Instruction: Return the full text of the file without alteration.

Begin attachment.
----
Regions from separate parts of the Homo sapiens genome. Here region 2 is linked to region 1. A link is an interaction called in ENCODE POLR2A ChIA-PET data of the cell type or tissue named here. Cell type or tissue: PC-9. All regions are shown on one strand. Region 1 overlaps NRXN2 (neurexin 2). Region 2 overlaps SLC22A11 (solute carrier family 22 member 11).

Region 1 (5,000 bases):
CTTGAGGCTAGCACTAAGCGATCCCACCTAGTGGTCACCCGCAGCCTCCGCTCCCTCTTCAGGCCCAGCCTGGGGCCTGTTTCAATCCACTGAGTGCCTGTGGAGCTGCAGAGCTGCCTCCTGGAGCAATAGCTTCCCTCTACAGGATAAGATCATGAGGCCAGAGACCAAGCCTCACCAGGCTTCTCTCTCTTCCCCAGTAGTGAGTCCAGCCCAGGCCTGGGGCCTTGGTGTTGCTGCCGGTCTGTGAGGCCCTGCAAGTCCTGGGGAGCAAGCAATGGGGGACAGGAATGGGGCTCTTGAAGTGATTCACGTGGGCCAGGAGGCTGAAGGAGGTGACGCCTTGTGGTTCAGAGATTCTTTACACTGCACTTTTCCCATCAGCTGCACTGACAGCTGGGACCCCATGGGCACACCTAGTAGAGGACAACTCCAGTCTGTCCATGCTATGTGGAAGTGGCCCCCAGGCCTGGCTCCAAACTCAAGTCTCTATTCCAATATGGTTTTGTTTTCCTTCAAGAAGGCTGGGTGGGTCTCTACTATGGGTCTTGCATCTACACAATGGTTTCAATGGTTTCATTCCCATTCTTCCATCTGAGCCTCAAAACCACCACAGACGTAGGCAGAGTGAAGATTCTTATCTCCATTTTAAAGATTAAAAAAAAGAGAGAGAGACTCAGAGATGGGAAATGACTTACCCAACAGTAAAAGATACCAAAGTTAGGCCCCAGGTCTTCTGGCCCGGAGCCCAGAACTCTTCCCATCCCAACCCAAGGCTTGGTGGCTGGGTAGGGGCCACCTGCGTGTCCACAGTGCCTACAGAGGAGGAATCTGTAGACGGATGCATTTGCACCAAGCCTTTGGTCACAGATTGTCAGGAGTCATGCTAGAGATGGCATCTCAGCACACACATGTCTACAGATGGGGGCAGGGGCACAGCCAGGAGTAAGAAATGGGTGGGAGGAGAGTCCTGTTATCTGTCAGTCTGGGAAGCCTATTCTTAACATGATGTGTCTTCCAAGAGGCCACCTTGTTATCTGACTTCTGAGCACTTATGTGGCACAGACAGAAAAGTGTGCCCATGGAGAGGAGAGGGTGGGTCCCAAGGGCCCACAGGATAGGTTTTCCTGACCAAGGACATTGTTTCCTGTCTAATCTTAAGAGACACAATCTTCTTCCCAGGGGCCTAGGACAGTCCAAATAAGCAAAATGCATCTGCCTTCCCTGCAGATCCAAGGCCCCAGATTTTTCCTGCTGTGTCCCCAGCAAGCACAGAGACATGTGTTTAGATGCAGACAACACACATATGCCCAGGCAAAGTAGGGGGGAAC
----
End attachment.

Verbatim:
Regions from separate parts of the Homo sapiens genome. Here region 2 is linked to region 1. A link is an interaction called in ENCODE POLR2A ChIA-PET data of the cell type or tissue named here. Cell type or tissue: PC-9. All regions are shown on one strand. Region 1 overlaps NRXN2 (neurexin 2). Region 2 overlaps SLC22A11 (solute carrier family 22 member 11).

Region 1 (5,000 bases):
CTTGAGGCTAGCACTAAGCGATCCCACCTAGTGGTCACCCGCAGCCTCCGCTCCCTCTTCAGGCCCAGCCTGGGGCCTGTTTCAATCCACTGAGTGCCTGTGGAGCTGCAGAGCTGCCTCCTGGAGCAATAGCTTCCCTCTACAGGATAAGATCATGAGGCCAGAGACCAAGCCTCACCAGGCTTCTCTCTCTTCCCCAGTAGTGAGTCCAGCCCAGGCCTGGGGCCTTGGTGTTGCTGCCGGTCTGTGAGGCCCTGCAAGTCCTGGGGAGCAAGCAATGGGGGACAGGAATGGGGCTCTTGAAGTGATTCACGTGGGCCAGGAGGCTGAAGGAGGTGACGCCTTGTGGTTCAGAGATTCTTTACACTGCACTTTTCCCATCAGCTGCACTGACAGCTGGGACCCCATGGGCACACCTAGTAGAGGACAACTCCAGTCTGTCCATGCTATGTGGAAGTGGCCCCCAGGCCTGGCTCCAAACTCAAGTCTCTATTCCAATATGGTTTTGTTTTCCTTCAAGAAGGCTGGGTGGGTCTCTACTATGGGTCTTGCATCTACACAATGGTTTCAATGGTTTCATTCCCATTCTTCCATCTGAGCCTCAAAACCACCACAGACGTAGGCAGAGTGAAGATTCTTATCTCCATTTTAAAGATTAAAAAAAAGAGAGAGAGACTCAGAGATGGGAAATGACTTACCCAACAGTAAAAGATACCAAAGTTAGGCCCCAGGTCTTCTGGCCCGGAGCCCAGAACTCTTCCCATCCCAACCCAAGGCTTGGTGGCTGGGTAGGGGCCACCTGCGTGTCCACAGTGCCTACAGAGGAGGAATCTGTAGACGGATGCATTTGCACCAAGCCTTTGGTCACAGATTGTCAGGAGTCATGCTAGAGATGGCATCTCAGCACACACATGTCTACAGATGGGGGCAGGGGCACAGCCAGGAGTAAGAAATGGGTGGGAGGAGAGTCCTGTTATCTGTCAGTCTGGGAAGCCTATTCTTAACATGATGTGTCTTCCAAGAGGCCACCTTGTTATCTGACTTCTGAGCACTTATGTGGCACAGACAGAAAAGTGTGCCCATGGAGAGGAGAGGGTGGGTCCCAAGGGCCCACAGGATAGGTTTTCCTGACCAAGGACATTGTTTCCTGTCTAATCTTAAGAGACACAATCTTCTTCCCAGGGGCCTAGGACAGTCCAAATAAGCAAAATGCATCTGCCTTCCCTGCAGATCCAAGGCCCCAGATTTTTCCTGCTGTGTCCCCAGCAAGCACAGAGACATGTGTTTAGATGCAGACAACACACATATGCCCAGGCAAAGTAGGGGGGAAC